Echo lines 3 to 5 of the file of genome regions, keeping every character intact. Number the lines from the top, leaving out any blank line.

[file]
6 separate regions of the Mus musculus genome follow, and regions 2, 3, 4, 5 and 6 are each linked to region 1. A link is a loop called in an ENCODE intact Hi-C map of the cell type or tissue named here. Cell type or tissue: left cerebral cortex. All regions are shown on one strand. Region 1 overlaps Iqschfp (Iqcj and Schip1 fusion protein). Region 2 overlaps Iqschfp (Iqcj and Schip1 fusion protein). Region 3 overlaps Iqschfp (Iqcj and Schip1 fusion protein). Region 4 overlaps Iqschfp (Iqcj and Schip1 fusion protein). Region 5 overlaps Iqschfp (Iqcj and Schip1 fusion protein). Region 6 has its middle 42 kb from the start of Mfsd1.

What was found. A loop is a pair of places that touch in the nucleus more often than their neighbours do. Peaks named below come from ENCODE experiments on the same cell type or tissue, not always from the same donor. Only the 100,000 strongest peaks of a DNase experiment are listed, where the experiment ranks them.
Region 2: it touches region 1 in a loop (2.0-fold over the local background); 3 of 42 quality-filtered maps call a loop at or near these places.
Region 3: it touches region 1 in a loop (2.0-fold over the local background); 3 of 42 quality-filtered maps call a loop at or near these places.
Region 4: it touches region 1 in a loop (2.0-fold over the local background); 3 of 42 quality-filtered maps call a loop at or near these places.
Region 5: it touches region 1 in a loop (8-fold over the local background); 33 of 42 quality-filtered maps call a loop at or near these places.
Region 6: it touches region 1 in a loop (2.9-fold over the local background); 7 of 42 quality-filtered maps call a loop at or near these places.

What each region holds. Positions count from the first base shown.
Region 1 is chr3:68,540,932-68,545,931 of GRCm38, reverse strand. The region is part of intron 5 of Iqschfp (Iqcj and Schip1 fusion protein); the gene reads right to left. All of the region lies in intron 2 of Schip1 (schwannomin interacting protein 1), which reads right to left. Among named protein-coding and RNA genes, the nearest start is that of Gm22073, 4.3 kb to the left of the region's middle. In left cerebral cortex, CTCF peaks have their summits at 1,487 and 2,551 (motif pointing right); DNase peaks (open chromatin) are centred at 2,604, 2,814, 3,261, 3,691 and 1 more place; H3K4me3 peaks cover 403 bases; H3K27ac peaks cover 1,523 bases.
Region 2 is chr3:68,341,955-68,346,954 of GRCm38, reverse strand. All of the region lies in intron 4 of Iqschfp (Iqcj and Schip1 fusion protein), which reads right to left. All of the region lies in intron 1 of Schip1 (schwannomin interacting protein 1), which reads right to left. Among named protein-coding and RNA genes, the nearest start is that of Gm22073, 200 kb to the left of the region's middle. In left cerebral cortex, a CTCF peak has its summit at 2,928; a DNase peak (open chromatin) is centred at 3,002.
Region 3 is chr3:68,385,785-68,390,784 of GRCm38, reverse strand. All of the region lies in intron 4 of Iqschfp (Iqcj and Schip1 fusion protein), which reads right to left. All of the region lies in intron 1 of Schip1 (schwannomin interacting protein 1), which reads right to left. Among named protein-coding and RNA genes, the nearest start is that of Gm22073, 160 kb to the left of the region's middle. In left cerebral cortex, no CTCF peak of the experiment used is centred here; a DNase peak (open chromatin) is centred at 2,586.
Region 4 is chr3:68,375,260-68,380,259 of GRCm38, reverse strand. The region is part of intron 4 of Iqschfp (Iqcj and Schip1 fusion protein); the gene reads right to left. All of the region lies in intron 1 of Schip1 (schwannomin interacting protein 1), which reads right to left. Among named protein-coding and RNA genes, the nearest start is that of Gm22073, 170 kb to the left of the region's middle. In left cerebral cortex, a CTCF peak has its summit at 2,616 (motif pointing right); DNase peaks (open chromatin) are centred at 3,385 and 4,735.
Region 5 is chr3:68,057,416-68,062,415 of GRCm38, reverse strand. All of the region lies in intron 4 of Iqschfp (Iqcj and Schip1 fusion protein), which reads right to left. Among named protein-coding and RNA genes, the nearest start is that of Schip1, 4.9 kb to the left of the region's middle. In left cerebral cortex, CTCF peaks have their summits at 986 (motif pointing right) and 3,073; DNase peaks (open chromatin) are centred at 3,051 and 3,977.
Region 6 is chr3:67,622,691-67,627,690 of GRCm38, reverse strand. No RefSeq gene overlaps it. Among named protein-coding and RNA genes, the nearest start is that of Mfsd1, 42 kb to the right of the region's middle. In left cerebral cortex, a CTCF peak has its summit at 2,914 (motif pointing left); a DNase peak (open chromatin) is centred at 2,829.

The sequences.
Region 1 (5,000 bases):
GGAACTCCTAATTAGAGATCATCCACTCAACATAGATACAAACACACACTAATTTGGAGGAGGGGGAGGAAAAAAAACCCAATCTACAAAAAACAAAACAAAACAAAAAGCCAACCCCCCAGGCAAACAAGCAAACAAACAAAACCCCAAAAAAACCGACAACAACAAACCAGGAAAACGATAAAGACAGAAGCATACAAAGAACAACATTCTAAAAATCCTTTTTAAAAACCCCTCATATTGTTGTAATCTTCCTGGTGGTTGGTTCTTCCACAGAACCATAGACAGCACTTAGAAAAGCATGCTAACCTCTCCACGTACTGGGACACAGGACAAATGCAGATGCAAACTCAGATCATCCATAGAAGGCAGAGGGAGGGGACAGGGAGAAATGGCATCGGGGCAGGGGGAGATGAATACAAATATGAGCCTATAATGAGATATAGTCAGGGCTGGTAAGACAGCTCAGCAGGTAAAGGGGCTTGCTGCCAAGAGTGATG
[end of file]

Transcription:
Region 2: it touches region 1 in a loop (2.0-fold over the local background); 3 of 42 quality-filtered maps call a loop at or near these places.
Region 3: it touches region 1 in a loop (2.0-fold over the local background); 3 of 42 quality-filtered maps call a loop at or near these places.
Region 4: it touches region 1 in a loop (2.0-fold over the local background); 3 of 42 quality-filtered maps call a loop at or near these places.